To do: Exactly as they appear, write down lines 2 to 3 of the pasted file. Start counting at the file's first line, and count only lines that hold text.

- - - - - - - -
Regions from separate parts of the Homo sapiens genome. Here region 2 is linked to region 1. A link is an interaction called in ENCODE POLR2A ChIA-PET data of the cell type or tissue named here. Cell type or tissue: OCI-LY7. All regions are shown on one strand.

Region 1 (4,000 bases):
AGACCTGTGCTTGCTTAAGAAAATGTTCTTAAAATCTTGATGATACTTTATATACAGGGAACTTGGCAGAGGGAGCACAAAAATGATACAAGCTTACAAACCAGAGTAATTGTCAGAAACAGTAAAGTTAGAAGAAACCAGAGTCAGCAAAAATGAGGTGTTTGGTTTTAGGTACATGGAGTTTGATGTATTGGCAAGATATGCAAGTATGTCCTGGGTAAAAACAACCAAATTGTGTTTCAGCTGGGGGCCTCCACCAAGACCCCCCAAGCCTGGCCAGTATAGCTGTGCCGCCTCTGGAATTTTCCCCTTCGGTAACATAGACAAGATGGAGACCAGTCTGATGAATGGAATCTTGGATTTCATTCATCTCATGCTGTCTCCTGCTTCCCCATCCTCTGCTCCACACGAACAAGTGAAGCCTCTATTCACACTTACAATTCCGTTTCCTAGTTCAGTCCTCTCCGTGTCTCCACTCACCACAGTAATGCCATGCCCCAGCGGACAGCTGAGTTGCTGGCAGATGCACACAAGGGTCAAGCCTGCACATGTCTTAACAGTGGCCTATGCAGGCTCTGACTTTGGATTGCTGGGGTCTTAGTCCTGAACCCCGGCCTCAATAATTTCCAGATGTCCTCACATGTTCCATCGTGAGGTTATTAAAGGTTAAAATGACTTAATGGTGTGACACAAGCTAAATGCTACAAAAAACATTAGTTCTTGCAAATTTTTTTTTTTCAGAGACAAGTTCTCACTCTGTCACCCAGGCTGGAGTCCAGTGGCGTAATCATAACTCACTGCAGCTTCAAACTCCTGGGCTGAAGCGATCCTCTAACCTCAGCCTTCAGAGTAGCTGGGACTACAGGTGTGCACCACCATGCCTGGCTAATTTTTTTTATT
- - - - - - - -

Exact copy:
Region 1 (4,000 bases):
AGACCTGTGCTTGCTTAAGAAAATGTTCTTAAAATCTTGATGATACTTTATATACAGGGAACTTGGCAGAGGGAGCACAAAAATGATACAAGCTTACAAACCAGAGTAATTGTCAGAAACAGTAAAGTTAGAAGAAACCAGAGTCAGCAAAAATGAGGTGTTTGGTTTTAGGTACATGGAGTTTGATGTATTGGCAAGATATGCAAGTATGTCCTGGGTAAAAACAACCAAATTGTGTTTCAGCTGGGGGCCTCCACCAAGACCCCCCAAGCCTGGCCAGTATAGCTGTGCCGCCTCTGGAATTTTCCCCTTCGGTAACATAGACAAGATGGAGACCAGTCTGATGAATGGAATCTTGGATTTCATTCATCTCATGCTGTCTCCTGCTTCCCCATCCTCTGCTCCACACGAACAAGTGAAGCCTCTATTCACACTTACAATTCCGTTTCCTAGTTCAGTCCTCTCCGTGTCTCCACTCACCACAGTAATGCCATGCCCCAGCGGACAGCTGAGTTGCTGGCAGATGCACACAAGGGTCAAGCCTGCACATGTCTTAACAGTGGCCTATGCAGGCTCTGACTTTGGATTGCTGGGGTCTTAGTCCTGAACCCCGGCCTCAATAATTTCCAGATGTCCTCACATGTTCCATCGTGAGGTTATTAAAGGTTAAAATGACTTAATGGTGTGACACAAGCTAAATGCTACAAAAAACATTAGTTCTTGCAAATTTTTTTTTTTCAGAGACAAGTTCTCACTCTGTCACCCAGGCTGGAGTCCAGTGGCGTAATCATAACTCACTGCAGCTTCAAACTCCTGGGCTGAAGCGATCCTCTAACCTCAGCCTTCAGAGTAGCTGGGACTACAGGTGTGCACCACCATGCCTGGCTAATTTTTTTTATT